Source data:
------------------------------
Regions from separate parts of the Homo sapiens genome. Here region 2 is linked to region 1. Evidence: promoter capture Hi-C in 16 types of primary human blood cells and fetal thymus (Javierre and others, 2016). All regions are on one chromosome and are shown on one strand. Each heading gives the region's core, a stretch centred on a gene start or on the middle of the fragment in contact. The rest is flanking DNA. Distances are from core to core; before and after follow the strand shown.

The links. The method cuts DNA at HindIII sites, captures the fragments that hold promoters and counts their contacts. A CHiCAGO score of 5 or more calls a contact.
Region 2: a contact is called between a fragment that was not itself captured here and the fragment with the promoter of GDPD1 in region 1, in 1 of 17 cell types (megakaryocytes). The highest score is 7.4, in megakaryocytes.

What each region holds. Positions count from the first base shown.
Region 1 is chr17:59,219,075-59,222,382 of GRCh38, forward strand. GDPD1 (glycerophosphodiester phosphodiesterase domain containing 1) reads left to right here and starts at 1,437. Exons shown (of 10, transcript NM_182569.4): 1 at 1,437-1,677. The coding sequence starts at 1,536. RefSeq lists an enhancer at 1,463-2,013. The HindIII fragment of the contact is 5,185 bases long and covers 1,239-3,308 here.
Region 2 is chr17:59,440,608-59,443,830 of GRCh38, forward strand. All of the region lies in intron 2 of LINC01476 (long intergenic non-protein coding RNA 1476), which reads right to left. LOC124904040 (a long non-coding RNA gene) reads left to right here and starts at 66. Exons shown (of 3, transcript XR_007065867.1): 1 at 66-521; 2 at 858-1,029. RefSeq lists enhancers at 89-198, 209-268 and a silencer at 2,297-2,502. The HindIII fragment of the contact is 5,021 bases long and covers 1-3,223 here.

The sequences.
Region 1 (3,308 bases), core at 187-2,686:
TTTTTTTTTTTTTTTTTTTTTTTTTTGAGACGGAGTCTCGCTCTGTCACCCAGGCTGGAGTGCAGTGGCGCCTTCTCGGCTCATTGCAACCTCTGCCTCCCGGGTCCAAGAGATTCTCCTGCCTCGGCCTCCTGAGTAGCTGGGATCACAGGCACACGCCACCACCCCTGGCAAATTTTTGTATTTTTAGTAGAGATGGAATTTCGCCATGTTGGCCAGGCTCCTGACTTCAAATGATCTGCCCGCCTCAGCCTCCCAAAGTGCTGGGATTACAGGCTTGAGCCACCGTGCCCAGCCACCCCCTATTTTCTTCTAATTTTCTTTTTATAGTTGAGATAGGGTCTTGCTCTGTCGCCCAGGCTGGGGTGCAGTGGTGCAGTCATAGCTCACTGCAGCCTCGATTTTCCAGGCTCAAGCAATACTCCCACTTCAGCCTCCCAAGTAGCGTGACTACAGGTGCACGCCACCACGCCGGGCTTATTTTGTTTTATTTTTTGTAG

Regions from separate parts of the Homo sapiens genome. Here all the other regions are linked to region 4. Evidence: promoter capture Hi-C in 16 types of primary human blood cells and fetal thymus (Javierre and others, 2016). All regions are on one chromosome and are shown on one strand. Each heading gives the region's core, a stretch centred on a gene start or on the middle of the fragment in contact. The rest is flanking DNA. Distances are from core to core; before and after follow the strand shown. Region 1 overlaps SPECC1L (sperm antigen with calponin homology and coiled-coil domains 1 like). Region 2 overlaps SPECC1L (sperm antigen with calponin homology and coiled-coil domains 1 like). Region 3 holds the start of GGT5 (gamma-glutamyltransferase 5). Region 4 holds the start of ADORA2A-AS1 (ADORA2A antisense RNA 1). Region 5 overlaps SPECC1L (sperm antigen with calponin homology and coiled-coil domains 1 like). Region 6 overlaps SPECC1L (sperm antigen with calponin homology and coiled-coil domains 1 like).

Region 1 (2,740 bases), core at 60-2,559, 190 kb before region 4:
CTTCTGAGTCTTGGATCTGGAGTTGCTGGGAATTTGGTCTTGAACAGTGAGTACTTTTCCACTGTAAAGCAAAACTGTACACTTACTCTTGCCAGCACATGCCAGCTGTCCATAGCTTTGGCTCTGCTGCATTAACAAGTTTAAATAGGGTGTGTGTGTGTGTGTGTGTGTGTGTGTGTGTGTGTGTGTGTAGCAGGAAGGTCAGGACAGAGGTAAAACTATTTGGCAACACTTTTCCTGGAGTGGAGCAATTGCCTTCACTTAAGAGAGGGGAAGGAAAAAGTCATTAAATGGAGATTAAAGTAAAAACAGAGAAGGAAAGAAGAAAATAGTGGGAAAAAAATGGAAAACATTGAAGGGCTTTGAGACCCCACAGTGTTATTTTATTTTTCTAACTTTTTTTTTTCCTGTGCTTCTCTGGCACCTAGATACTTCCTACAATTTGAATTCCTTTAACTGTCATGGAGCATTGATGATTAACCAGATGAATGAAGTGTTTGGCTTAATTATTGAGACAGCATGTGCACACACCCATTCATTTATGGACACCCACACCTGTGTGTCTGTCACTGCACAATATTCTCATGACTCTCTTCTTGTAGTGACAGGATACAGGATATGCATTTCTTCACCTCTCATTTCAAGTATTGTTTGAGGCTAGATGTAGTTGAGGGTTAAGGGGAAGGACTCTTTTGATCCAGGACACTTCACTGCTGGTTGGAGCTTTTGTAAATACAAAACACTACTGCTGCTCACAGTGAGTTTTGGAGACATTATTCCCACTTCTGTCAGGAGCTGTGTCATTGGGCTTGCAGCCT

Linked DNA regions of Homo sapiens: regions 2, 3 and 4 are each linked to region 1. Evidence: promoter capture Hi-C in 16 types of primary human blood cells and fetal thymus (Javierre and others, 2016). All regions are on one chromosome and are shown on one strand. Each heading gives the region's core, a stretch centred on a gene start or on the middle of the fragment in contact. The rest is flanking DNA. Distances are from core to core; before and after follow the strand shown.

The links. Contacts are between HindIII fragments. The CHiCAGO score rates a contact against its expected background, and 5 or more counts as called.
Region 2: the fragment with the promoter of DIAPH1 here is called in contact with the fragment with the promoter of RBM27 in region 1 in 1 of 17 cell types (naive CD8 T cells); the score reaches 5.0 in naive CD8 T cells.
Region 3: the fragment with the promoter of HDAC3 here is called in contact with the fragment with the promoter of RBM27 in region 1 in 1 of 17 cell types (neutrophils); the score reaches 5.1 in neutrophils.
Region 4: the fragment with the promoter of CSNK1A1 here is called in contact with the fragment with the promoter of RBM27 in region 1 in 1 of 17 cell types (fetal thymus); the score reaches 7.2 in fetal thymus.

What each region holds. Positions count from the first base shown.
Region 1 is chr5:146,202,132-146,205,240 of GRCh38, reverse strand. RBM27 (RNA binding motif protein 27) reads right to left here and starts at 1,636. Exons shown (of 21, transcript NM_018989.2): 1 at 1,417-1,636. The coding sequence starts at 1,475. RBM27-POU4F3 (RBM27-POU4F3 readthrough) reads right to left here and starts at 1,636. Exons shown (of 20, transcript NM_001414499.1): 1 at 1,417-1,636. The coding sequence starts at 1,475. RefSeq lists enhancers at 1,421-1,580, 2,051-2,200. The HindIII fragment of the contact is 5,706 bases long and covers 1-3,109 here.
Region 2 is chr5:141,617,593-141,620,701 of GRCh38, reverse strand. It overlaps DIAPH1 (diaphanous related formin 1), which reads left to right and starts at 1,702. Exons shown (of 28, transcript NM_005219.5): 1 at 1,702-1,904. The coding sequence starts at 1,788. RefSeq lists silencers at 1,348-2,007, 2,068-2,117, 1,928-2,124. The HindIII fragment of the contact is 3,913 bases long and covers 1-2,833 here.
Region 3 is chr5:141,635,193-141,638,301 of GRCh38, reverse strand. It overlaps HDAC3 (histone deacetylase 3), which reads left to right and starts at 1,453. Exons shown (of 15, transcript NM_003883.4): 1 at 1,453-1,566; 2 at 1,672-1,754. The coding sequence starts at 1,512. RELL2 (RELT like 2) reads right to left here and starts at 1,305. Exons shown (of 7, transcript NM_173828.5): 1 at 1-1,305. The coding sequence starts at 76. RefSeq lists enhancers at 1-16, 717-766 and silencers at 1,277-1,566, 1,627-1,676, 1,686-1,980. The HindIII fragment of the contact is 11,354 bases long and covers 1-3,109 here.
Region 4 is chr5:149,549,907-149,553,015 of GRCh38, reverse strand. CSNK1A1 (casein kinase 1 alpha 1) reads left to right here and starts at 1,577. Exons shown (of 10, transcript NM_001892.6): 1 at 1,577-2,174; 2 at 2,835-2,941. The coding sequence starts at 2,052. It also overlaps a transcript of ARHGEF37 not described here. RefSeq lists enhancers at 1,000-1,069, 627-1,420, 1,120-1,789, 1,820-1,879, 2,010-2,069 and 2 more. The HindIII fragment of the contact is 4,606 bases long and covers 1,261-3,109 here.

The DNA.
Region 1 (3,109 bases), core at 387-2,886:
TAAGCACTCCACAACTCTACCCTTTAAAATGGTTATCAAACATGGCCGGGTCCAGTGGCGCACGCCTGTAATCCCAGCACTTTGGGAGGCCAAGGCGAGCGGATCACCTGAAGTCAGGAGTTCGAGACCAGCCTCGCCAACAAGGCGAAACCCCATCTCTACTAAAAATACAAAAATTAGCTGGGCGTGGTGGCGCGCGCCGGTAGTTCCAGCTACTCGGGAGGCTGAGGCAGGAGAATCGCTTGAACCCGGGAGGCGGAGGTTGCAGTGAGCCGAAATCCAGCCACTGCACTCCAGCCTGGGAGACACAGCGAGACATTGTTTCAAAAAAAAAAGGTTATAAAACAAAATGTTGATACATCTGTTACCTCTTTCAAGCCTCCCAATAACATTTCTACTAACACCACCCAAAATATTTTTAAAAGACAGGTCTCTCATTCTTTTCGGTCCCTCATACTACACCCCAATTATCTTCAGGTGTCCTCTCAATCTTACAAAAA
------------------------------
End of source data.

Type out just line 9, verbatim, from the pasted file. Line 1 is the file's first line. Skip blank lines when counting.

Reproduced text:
TTTTTTTTTTTTTTTTTTTTTTTTTTGAGACGGAGTCTCGCTCTGTCACCCAGGCTGGAGTGCAGTGGCGCCTTCTCGGCTCATTGCAACCTCTGCCTCCCGGGTCCAAGAGATTCTCCTGCCTCGGCCTCCTGAGTAGCTGGGATCACAGGCACACGCCACCACCCCTGGCAAATTTTTGTATTTTTAGTAGAGATGGAATTTCGCCATGTTGGCCAGGCTCCTGACTTCAAATGATCTGCCCGCCTCAGCCTCCCAAAGTGCTGGGATTACAGGCTTGAGCCACCGTGCCCAGCCACCCCCTATTTTCTTCTAATTTTCTTTTTATAGTTGAGATAGGGTCTTGCTCTGTCGCCCAGGCTGGGGTGCAGTGGTGCAGTCATAGCTCACTGCAGCCTCGATTTTCCAGGCTCAAGCAATACTCCCACTTCAGCCTCCCAAGTAGCGTGACTACAGGTGCACGCCACCACGCCGGGCTTATTTTGTTTTATTTTTTGTAG